Through equitable subrogation, “the surety steps into the shoes of the principal obligor and is entitled to all of its rights relating to the . . . contract.” Lumbermens Mut. Cas. Co. v. United States, 654 F.3d 1305, 1312 (Fed. Cir. 2011) (internal marks omitted).[4] “[W]hen a surety meets its obligations on a contract bond by paying the claims of the laborers and materialmen, it subrogates to whatever rights the owner[, ] . . . contractor, and laborers and materialmen had in the retained funds.” W. Cas., 362 F.2d at 489-90. When a surety performs a contract in place of the contractor, “he is subrogated to the rights of the obligee, and is entitled to the moneys unpaid so far as necessary to reimburse him for his loss.” Hartford Accident & Indem. Co. v. Coggin, 78 F.2d 471, 478 (4th Cir. 1935). Critical to the Court's analysis, the rights for which a subrogee can recover are limited to those the subroger possessed at the time of subrogation. See Lumbermens, 654 F.3d at 1313 (“[S]tepping into the shoes of Landmark at the time of the default notice would not enable Lumbermens to assert a claim for damages . . . because Landmark itself would have no claim against the government for funds the government had already paid it under the contract (as opposed to a right to recover future payments).”); In re Jones Constr. & Renovation, Inc., 337 B.R. 579, 583 (Bankr. E.D. Va. 2006) (when a contractor defaults on its obligations and a surety either completes the work under the contract or pays related bills, the surety has a right to the payments due to the contractor).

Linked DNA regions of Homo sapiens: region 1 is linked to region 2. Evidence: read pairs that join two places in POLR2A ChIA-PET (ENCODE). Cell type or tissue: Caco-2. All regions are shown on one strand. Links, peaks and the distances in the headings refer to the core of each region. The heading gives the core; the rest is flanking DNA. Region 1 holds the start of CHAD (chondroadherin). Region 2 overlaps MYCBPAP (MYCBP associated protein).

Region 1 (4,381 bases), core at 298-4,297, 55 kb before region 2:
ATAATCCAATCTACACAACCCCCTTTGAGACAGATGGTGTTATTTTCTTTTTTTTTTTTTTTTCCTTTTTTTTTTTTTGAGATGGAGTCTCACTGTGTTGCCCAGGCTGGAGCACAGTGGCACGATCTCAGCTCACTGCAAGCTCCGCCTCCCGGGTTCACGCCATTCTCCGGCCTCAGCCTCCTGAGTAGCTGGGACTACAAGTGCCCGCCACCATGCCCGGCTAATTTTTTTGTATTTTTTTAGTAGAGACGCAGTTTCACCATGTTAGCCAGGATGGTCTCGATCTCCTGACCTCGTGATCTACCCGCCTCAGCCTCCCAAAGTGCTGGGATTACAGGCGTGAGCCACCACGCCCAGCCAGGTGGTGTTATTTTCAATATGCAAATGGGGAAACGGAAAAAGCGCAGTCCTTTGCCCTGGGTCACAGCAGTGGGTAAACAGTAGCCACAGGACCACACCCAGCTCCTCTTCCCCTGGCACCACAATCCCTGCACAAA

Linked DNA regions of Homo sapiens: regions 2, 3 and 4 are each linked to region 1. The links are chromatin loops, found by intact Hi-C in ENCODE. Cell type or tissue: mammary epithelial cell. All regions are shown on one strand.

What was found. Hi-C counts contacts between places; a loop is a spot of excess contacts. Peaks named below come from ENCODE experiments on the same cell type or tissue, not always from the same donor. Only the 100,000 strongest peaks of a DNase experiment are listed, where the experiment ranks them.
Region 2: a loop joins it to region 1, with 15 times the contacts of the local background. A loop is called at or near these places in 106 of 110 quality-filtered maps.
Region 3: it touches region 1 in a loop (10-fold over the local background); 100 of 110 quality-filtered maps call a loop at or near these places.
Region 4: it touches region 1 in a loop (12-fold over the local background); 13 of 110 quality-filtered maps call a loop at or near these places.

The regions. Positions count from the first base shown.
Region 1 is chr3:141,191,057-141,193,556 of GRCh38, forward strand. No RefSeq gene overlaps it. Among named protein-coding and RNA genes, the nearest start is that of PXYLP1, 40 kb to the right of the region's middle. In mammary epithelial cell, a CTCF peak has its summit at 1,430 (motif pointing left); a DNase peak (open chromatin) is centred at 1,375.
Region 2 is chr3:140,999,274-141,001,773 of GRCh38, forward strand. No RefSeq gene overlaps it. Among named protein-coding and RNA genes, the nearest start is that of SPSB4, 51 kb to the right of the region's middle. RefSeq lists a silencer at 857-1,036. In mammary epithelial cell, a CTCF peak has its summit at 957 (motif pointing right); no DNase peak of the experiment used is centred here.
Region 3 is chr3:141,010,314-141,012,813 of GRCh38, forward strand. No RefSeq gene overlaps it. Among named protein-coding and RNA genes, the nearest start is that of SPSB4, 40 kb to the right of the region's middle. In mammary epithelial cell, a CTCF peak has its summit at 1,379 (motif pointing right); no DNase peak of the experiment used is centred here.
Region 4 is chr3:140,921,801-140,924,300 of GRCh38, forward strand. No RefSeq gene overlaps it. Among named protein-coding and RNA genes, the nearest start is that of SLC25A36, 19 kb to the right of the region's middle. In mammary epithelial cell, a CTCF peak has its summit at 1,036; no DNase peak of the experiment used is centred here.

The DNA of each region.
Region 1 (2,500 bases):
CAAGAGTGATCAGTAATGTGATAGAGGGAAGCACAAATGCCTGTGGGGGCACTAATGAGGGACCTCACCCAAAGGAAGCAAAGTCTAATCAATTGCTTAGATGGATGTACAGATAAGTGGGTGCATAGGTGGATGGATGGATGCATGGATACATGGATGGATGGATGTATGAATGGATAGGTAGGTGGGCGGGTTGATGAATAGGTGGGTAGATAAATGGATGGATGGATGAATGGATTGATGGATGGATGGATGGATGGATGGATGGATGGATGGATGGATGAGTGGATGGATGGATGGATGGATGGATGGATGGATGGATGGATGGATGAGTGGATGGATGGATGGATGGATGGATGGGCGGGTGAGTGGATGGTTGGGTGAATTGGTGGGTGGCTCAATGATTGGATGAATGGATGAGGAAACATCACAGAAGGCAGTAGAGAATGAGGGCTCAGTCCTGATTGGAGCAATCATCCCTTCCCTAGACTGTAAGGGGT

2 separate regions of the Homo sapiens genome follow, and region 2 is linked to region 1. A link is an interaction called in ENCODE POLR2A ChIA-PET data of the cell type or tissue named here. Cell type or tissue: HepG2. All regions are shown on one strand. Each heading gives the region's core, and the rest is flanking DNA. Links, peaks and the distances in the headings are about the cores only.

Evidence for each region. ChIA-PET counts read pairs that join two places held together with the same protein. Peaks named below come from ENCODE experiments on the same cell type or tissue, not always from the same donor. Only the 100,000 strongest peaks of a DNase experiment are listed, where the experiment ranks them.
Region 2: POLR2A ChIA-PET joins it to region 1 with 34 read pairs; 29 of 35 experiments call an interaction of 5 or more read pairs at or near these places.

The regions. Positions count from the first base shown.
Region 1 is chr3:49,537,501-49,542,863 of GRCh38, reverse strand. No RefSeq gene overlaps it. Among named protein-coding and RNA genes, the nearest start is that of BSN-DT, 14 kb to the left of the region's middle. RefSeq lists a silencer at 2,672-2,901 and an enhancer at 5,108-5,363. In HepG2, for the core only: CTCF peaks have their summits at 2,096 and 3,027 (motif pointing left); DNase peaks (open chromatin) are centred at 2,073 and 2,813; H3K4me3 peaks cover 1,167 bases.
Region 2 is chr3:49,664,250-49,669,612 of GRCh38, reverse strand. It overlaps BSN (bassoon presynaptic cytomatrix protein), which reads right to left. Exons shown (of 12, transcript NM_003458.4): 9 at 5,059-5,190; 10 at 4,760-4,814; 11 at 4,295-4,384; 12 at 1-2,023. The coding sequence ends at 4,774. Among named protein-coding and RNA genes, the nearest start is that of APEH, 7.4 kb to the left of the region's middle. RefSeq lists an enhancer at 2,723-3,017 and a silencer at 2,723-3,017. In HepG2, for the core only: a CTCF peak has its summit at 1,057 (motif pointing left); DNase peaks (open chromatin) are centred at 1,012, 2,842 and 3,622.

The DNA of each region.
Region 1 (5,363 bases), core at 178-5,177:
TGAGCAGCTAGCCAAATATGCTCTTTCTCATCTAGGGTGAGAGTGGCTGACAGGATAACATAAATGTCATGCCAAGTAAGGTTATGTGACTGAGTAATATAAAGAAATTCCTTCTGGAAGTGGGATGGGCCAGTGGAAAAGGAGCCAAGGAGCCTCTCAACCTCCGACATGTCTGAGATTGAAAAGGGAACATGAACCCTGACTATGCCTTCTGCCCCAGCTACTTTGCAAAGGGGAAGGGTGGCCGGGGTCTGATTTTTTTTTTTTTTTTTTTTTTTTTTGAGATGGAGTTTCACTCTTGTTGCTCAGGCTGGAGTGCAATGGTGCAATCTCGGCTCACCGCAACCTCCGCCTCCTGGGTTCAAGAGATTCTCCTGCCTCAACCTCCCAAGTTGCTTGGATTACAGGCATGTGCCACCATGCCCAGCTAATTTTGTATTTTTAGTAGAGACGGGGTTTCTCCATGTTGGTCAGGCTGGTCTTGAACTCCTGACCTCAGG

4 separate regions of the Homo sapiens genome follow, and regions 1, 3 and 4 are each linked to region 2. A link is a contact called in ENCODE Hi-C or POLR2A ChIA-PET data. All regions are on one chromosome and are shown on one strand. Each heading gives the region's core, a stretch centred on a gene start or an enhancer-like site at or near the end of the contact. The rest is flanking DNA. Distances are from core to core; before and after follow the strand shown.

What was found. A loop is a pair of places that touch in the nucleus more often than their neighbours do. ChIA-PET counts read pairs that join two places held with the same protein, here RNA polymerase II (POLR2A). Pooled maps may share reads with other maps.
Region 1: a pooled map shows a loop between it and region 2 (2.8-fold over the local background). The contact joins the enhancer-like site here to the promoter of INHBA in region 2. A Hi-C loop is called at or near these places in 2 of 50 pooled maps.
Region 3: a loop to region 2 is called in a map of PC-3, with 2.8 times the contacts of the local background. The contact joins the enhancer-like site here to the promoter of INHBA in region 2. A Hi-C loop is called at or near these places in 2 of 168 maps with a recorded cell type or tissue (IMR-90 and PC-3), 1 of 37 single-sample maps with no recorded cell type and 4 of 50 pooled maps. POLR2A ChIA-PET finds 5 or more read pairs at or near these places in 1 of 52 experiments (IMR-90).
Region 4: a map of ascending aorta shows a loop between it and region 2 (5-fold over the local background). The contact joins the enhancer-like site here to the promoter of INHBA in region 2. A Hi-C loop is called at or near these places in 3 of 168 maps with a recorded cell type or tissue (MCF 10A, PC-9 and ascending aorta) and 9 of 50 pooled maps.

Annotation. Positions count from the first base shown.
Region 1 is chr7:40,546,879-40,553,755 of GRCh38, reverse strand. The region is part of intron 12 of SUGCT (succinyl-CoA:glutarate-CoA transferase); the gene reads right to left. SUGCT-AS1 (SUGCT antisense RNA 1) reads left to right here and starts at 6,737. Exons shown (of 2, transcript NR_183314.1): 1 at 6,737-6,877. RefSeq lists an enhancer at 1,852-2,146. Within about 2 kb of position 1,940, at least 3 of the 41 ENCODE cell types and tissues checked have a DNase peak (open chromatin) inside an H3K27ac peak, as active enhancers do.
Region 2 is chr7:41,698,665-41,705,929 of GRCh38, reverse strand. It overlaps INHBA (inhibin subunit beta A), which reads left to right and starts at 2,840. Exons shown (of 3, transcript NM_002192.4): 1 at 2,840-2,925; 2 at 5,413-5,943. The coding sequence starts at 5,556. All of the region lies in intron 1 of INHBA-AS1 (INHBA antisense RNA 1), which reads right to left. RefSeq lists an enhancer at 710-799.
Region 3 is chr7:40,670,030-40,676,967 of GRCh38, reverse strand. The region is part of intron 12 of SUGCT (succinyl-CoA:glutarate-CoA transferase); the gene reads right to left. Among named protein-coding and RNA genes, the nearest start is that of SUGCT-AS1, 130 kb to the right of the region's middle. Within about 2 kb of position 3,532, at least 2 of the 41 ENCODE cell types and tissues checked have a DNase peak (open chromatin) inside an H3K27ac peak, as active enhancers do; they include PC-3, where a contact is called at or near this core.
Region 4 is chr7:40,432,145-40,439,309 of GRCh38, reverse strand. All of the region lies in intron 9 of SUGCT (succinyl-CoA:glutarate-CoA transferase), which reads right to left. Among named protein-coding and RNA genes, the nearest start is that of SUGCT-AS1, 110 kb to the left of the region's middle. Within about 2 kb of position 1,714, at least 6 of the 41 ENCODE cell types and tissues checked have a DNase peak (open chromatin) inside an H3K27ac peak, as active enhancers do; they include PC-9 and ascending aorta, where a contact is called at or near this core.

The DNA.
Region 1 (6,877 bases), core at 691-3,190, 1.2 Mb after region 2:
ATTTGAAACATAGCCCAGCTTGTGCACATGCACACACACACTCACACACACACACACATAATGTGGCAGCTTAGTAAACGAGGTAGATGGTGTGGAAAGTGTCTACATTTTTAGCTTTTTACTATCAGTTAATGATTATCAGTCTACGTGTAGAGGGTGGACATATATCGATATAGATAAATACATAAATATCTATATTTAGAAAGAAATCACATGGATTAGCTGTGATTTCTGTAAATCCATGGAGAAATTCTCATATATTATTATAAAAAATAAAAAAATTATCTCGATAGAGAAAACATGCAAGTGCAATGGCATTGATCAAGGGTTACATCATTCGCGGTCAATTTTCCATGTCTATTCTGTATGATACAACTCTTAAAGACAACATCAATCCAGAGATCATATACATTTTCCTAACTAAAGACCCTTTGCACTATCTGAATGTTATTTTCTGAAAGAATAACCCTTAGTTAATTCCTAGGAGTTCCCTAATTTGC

Day alleges that by virtue of Hudson's performance on the bonds issued to PCI, Hudson is subrogated to the rights of subcontractors and suppliers for reimbursement. This is supported by the doctrine of equitable subrogation. But Day further alleges that Hudson is subrogated to the rights of the Government, not with respect to an interest in retained or ...